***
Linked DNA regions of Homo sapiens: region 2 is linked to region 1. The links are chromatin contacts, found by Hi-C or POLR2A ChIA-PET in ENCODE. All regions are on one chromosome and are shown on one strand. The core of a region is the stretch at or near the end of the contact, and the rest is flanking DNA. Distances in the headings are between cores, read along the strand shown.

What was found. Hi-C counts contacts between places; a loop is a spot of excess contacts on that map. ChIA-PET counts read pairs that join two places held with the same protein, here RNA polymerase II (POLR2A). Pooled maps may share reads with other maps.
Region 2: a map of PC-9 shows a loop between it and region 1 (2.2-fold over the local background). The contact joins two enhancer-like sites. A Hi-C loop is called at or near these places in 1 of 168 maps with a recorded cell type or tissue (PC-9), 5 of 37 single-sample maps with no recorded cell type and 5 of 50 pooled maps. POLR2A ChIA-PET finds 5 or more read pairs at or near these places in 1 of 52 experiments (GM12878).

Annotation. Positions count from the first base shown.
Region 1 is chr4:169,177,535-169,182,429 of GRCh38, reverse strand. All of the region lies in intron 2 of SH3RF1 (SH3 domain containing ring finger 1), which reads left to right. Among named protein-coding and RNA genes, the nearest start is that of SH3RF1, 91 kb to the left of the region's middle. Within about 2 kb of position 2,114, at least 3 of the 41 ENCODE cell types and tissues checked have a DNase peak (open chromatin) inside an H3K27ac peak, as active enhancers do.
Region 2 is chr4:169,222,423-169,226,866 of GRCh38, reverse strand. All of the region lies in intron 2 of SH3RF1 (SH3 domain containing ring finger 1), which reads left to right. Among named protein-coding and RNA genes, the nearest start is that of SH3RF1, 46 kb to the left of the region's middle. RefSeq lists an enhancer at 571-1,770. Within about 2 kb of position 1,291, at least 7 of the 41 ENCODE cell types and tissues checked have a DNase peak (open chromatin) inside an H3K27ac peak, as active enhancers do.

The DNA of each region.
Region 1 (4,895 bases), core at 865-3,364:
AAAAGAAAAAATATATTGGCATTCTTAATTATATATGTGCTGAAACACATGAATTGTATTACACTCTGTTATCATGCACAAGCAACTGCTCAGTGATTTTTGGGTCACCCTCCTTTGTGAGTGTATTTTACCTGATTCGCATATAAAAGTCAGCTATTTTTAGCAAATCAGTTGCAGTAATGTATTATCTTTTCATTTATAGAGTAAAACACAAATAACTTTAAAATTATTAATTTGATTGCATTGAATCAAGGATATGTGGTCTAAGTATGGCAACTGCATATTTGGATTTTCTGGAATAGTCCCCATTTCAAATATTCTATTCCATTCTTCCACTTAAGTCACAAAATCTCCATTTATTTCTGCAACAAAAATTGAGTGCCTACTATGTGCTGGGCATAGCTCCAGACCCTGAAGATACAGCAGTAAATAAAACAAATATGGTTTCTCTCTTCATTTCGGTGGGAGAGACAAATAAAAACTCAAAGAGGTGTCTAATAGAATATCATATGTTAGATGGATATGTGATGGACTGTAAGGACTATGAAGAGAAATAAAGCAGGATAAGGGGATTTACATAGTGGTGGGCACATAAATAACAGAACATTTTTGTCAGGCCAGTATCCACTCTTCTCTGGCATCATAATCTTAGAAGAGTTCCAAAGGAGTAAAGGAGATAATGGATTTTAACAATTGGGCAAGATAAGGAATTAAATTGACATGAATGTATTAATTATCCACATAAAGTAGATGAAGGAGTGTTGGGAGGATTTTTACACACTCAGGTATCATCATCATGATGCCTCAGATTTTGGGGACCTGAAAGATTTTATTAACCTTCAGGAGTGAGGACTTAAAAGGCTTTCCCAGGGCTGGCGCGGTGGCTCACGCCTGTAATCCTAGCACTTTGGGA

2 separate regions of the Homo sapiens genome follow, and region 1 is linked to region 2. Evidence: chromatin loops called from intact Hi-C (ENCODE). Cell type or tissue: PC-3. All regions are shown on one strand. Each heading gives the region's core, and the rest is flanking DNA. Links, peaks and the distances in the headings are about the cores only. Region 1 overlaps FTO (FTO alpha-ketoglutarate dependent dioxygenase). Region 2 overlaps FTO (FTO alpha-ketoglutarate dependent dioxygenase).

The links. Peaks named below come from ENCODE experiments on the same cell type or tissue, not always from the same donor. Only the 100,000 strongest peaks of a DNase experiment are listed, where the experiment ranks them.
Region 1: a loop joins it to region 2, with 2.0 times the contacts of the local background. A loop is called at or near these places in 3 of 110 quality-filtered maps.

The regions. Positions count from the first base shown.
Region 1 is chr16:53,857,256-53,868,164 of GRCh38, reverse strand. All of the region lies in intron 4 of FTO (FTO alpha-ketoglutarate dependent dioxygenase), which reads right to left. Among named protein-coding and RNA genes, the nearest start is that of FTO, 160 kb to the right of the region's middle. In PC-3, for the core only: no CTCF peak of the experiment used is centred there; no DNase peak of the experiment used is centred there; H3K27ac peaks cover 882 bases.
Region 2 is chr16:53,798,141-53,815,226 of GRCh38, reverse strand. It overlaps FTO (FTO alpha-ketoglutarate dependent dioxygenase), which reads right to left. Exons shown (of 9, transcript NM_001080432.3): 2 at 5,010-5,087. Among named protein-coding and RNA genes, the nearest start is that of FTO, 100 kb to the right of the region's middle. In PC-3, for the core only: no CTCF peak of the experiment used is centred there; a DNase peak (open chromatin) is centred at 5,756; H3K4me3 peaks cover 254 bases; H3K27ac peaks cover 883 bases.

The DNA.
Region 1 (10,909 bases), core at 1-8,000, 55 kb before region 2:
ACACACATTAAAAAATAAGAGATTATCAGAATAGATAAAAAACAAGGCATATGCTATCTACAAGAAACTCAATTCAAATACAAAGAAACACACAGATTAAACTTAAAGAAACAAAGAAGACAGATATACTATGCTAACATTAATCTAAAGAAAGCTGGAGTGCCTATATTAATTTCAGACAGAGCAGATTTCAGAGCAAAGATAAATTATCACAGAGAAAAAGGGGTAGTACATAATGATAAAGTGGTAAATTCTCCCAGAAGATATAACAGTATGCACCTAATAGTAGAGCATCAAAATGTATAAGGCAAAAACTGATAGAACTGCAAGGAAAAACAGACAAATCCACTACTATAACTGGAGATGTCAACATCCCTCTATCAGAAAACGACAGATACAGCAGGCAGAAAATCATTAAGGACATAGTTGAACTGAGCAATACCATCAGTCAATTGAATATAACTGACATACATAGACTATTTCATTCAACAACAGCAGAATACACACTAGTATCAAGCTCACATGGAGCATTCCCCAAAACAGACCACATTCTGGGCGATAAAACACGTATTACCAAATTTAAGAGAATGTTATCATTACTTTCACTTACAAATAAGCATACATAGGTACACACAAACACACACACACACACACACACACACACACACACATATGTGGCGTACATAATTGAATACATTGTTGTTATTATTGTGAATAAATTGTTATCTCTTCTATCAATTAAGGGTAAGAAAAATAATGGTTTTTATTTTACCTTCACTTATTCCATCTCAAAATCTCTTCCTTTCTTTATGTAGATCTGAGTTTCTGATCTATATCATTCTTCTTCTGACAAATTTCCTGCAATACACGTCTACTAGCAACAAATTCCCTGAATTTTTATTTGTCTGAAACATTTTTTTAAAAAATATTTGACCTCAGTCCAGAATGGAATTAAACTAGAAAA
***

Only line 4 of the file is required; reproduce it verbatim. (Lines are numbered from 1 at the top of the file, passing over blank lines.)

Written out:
Annotation. Positions count from the first base shown.